Sunday, 12 July 2009

Why do you write?

Sir, nobody but a blockhead ever wrote except for money.
- Samuel Johnson
Instead of marveling with Johnson, how anything but profit should incite men to literary labor, I am rather surprised that mere emolument should induce them to labor so well.
- Thomas Green

I don't think many writers would agree with Johnson that money is the primary reason for writing. Indeed in this day and age it's a pretty darned stupid reason to write. Most writers - even published ones - never manage to make a living at it. Certainly more of us would agree with Green - it's love not money that fires our writing. Good writing needs passion behind it. It comes from the heart. Money might engender passion - but not for what you're writing.

I write because I enjoy it. Sure I'd love to be one of the rare ones who makes a living at it, but i'm not going to give up writing even if I'm never a success, because while I'd love to make a living writing, that's primarily because I'd like to make a living doing something I love. And I love writing.

However, in times of recession like this there is a sudden upsurge of submissions to agents and publishers. Why? Well partly it's because people who've always wanted to write find themselves redundant and use the unwanted free time while hunting for a new job to have a go, but also there are people who try because they see it as an easy way to get rich quick, and in recession they get desperate.

If you are one of these people please get a grip. Writing is fun, but it is not easy (nothing worthwhile is), and it will not get you rich quick (unless you're damned good, very lucky or both). Writing is art and they don't talk about starving artists for no reason. Those multi-millionaire authors are very much the exception. If you want to write find your passion first, and then write about.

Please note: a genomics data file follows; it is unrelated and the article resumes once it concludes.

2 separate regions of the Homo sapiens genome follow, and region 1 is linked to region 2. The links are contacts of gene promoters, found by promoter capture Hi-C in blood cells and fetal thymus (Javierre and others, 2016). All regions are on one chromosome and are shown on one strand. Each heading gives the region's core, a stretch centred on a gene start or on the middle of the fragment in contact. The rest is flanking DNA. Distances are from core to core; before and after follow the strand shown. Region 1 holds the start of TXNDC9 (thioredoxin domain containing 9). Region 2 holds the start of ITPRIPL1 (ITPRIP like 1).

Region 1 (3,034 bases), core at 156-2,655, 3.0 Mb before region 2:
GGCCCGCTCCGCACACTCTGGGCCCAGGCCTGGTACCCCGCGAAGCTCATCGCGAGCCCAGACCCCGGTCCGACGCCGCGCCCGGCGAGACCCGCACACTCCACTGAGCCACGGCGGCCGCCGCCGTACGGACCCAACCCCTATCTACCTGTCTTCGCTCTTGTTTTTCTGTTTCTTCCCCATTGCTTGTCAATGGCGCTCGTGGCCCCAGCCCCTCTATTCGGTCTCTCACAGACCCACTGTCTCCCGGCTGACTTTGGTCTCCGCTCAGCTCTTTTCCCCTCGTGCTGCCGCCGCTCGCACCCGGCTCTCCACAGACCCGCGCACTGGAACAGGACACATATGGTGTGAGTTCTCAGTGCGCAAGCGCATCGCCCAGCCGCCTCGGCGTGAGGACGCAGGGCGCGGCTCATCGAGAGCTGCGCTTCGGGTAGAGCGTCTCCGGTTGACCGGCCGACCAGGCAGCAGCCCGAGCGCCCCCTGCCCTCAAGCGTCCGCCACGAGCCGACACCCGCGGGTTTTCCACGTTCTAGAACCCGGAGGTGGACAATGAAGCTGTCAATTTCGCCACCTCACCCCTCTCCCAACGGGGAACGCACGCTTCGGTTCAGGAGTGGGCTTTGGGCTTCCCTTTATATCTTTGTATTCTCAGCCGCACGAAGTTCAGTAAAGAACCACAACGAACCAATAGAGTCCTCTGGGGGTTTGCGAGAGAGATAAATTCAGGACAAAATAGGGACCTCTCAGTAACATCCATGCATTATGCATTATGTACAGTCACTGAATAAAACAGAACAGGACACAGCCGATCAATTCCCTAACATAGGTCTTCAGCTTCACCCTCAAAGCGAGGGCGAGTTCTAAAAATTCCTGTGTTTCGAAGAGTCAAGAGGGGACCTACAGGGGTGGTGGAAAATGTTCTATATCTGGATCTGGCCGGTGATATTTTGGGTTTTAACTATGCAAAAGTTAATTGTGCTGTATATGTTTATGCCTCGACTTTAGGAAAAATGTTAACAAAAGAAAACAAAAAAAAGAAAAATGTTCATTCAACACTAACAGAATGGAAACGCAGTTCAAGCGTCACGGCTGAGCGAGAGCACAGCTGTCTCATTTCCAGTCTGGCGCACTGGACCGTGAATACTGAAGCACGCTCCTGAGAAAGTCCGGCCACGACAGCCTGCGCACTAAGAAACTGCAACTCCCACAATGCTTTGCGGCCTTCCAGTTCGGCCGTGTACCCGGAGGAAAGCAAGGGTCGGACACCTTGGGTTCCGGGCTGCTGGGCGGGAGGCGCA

Anyway, now that little rant is out of the way. Why do you write? What stokes your ideas and passions? Please comment.


MissKitty said...

I write a blog and I participate on twitter. But, I don't have much writing talent. So I read what others write. I agree that you must have passion for what you do. I have a passion for reading, you have a passion for writing. It's a kind of symbiotic relationship.

Anonymous said...

I don't write for money, but I see a lot of writers who write specifically for one market, and they DO sell their work. So they aren't failing at it, even if they aren't very original.

I've seen a lot of serial fiction like this, where different writers all work under the same name name with an established character. (In particular, I'd point to certain stories from the Star Trek series, or the Destroyer series.)

Many of the writers behind these series love the craft, but it shows in their books. Compare some of the uninspired ST:TNG crap from other writers with The Q Continuum, Peter David's best book in the Star Trek series. The people who write by a formula are easy to spot, just as David's love for the craft shows through in his work.

I think it's more often true that writers are artists first, and businesspeople second. But even in good economic times, there are people who look at Stephen King's writing and think, "I could do that for a living? Sign me up!"

And the sad truth is, with practice, they can sell work too. What they produce is uninspired, but that doesn't mean there isn't a market for them. There's a market for anyone persistent enough to look for it.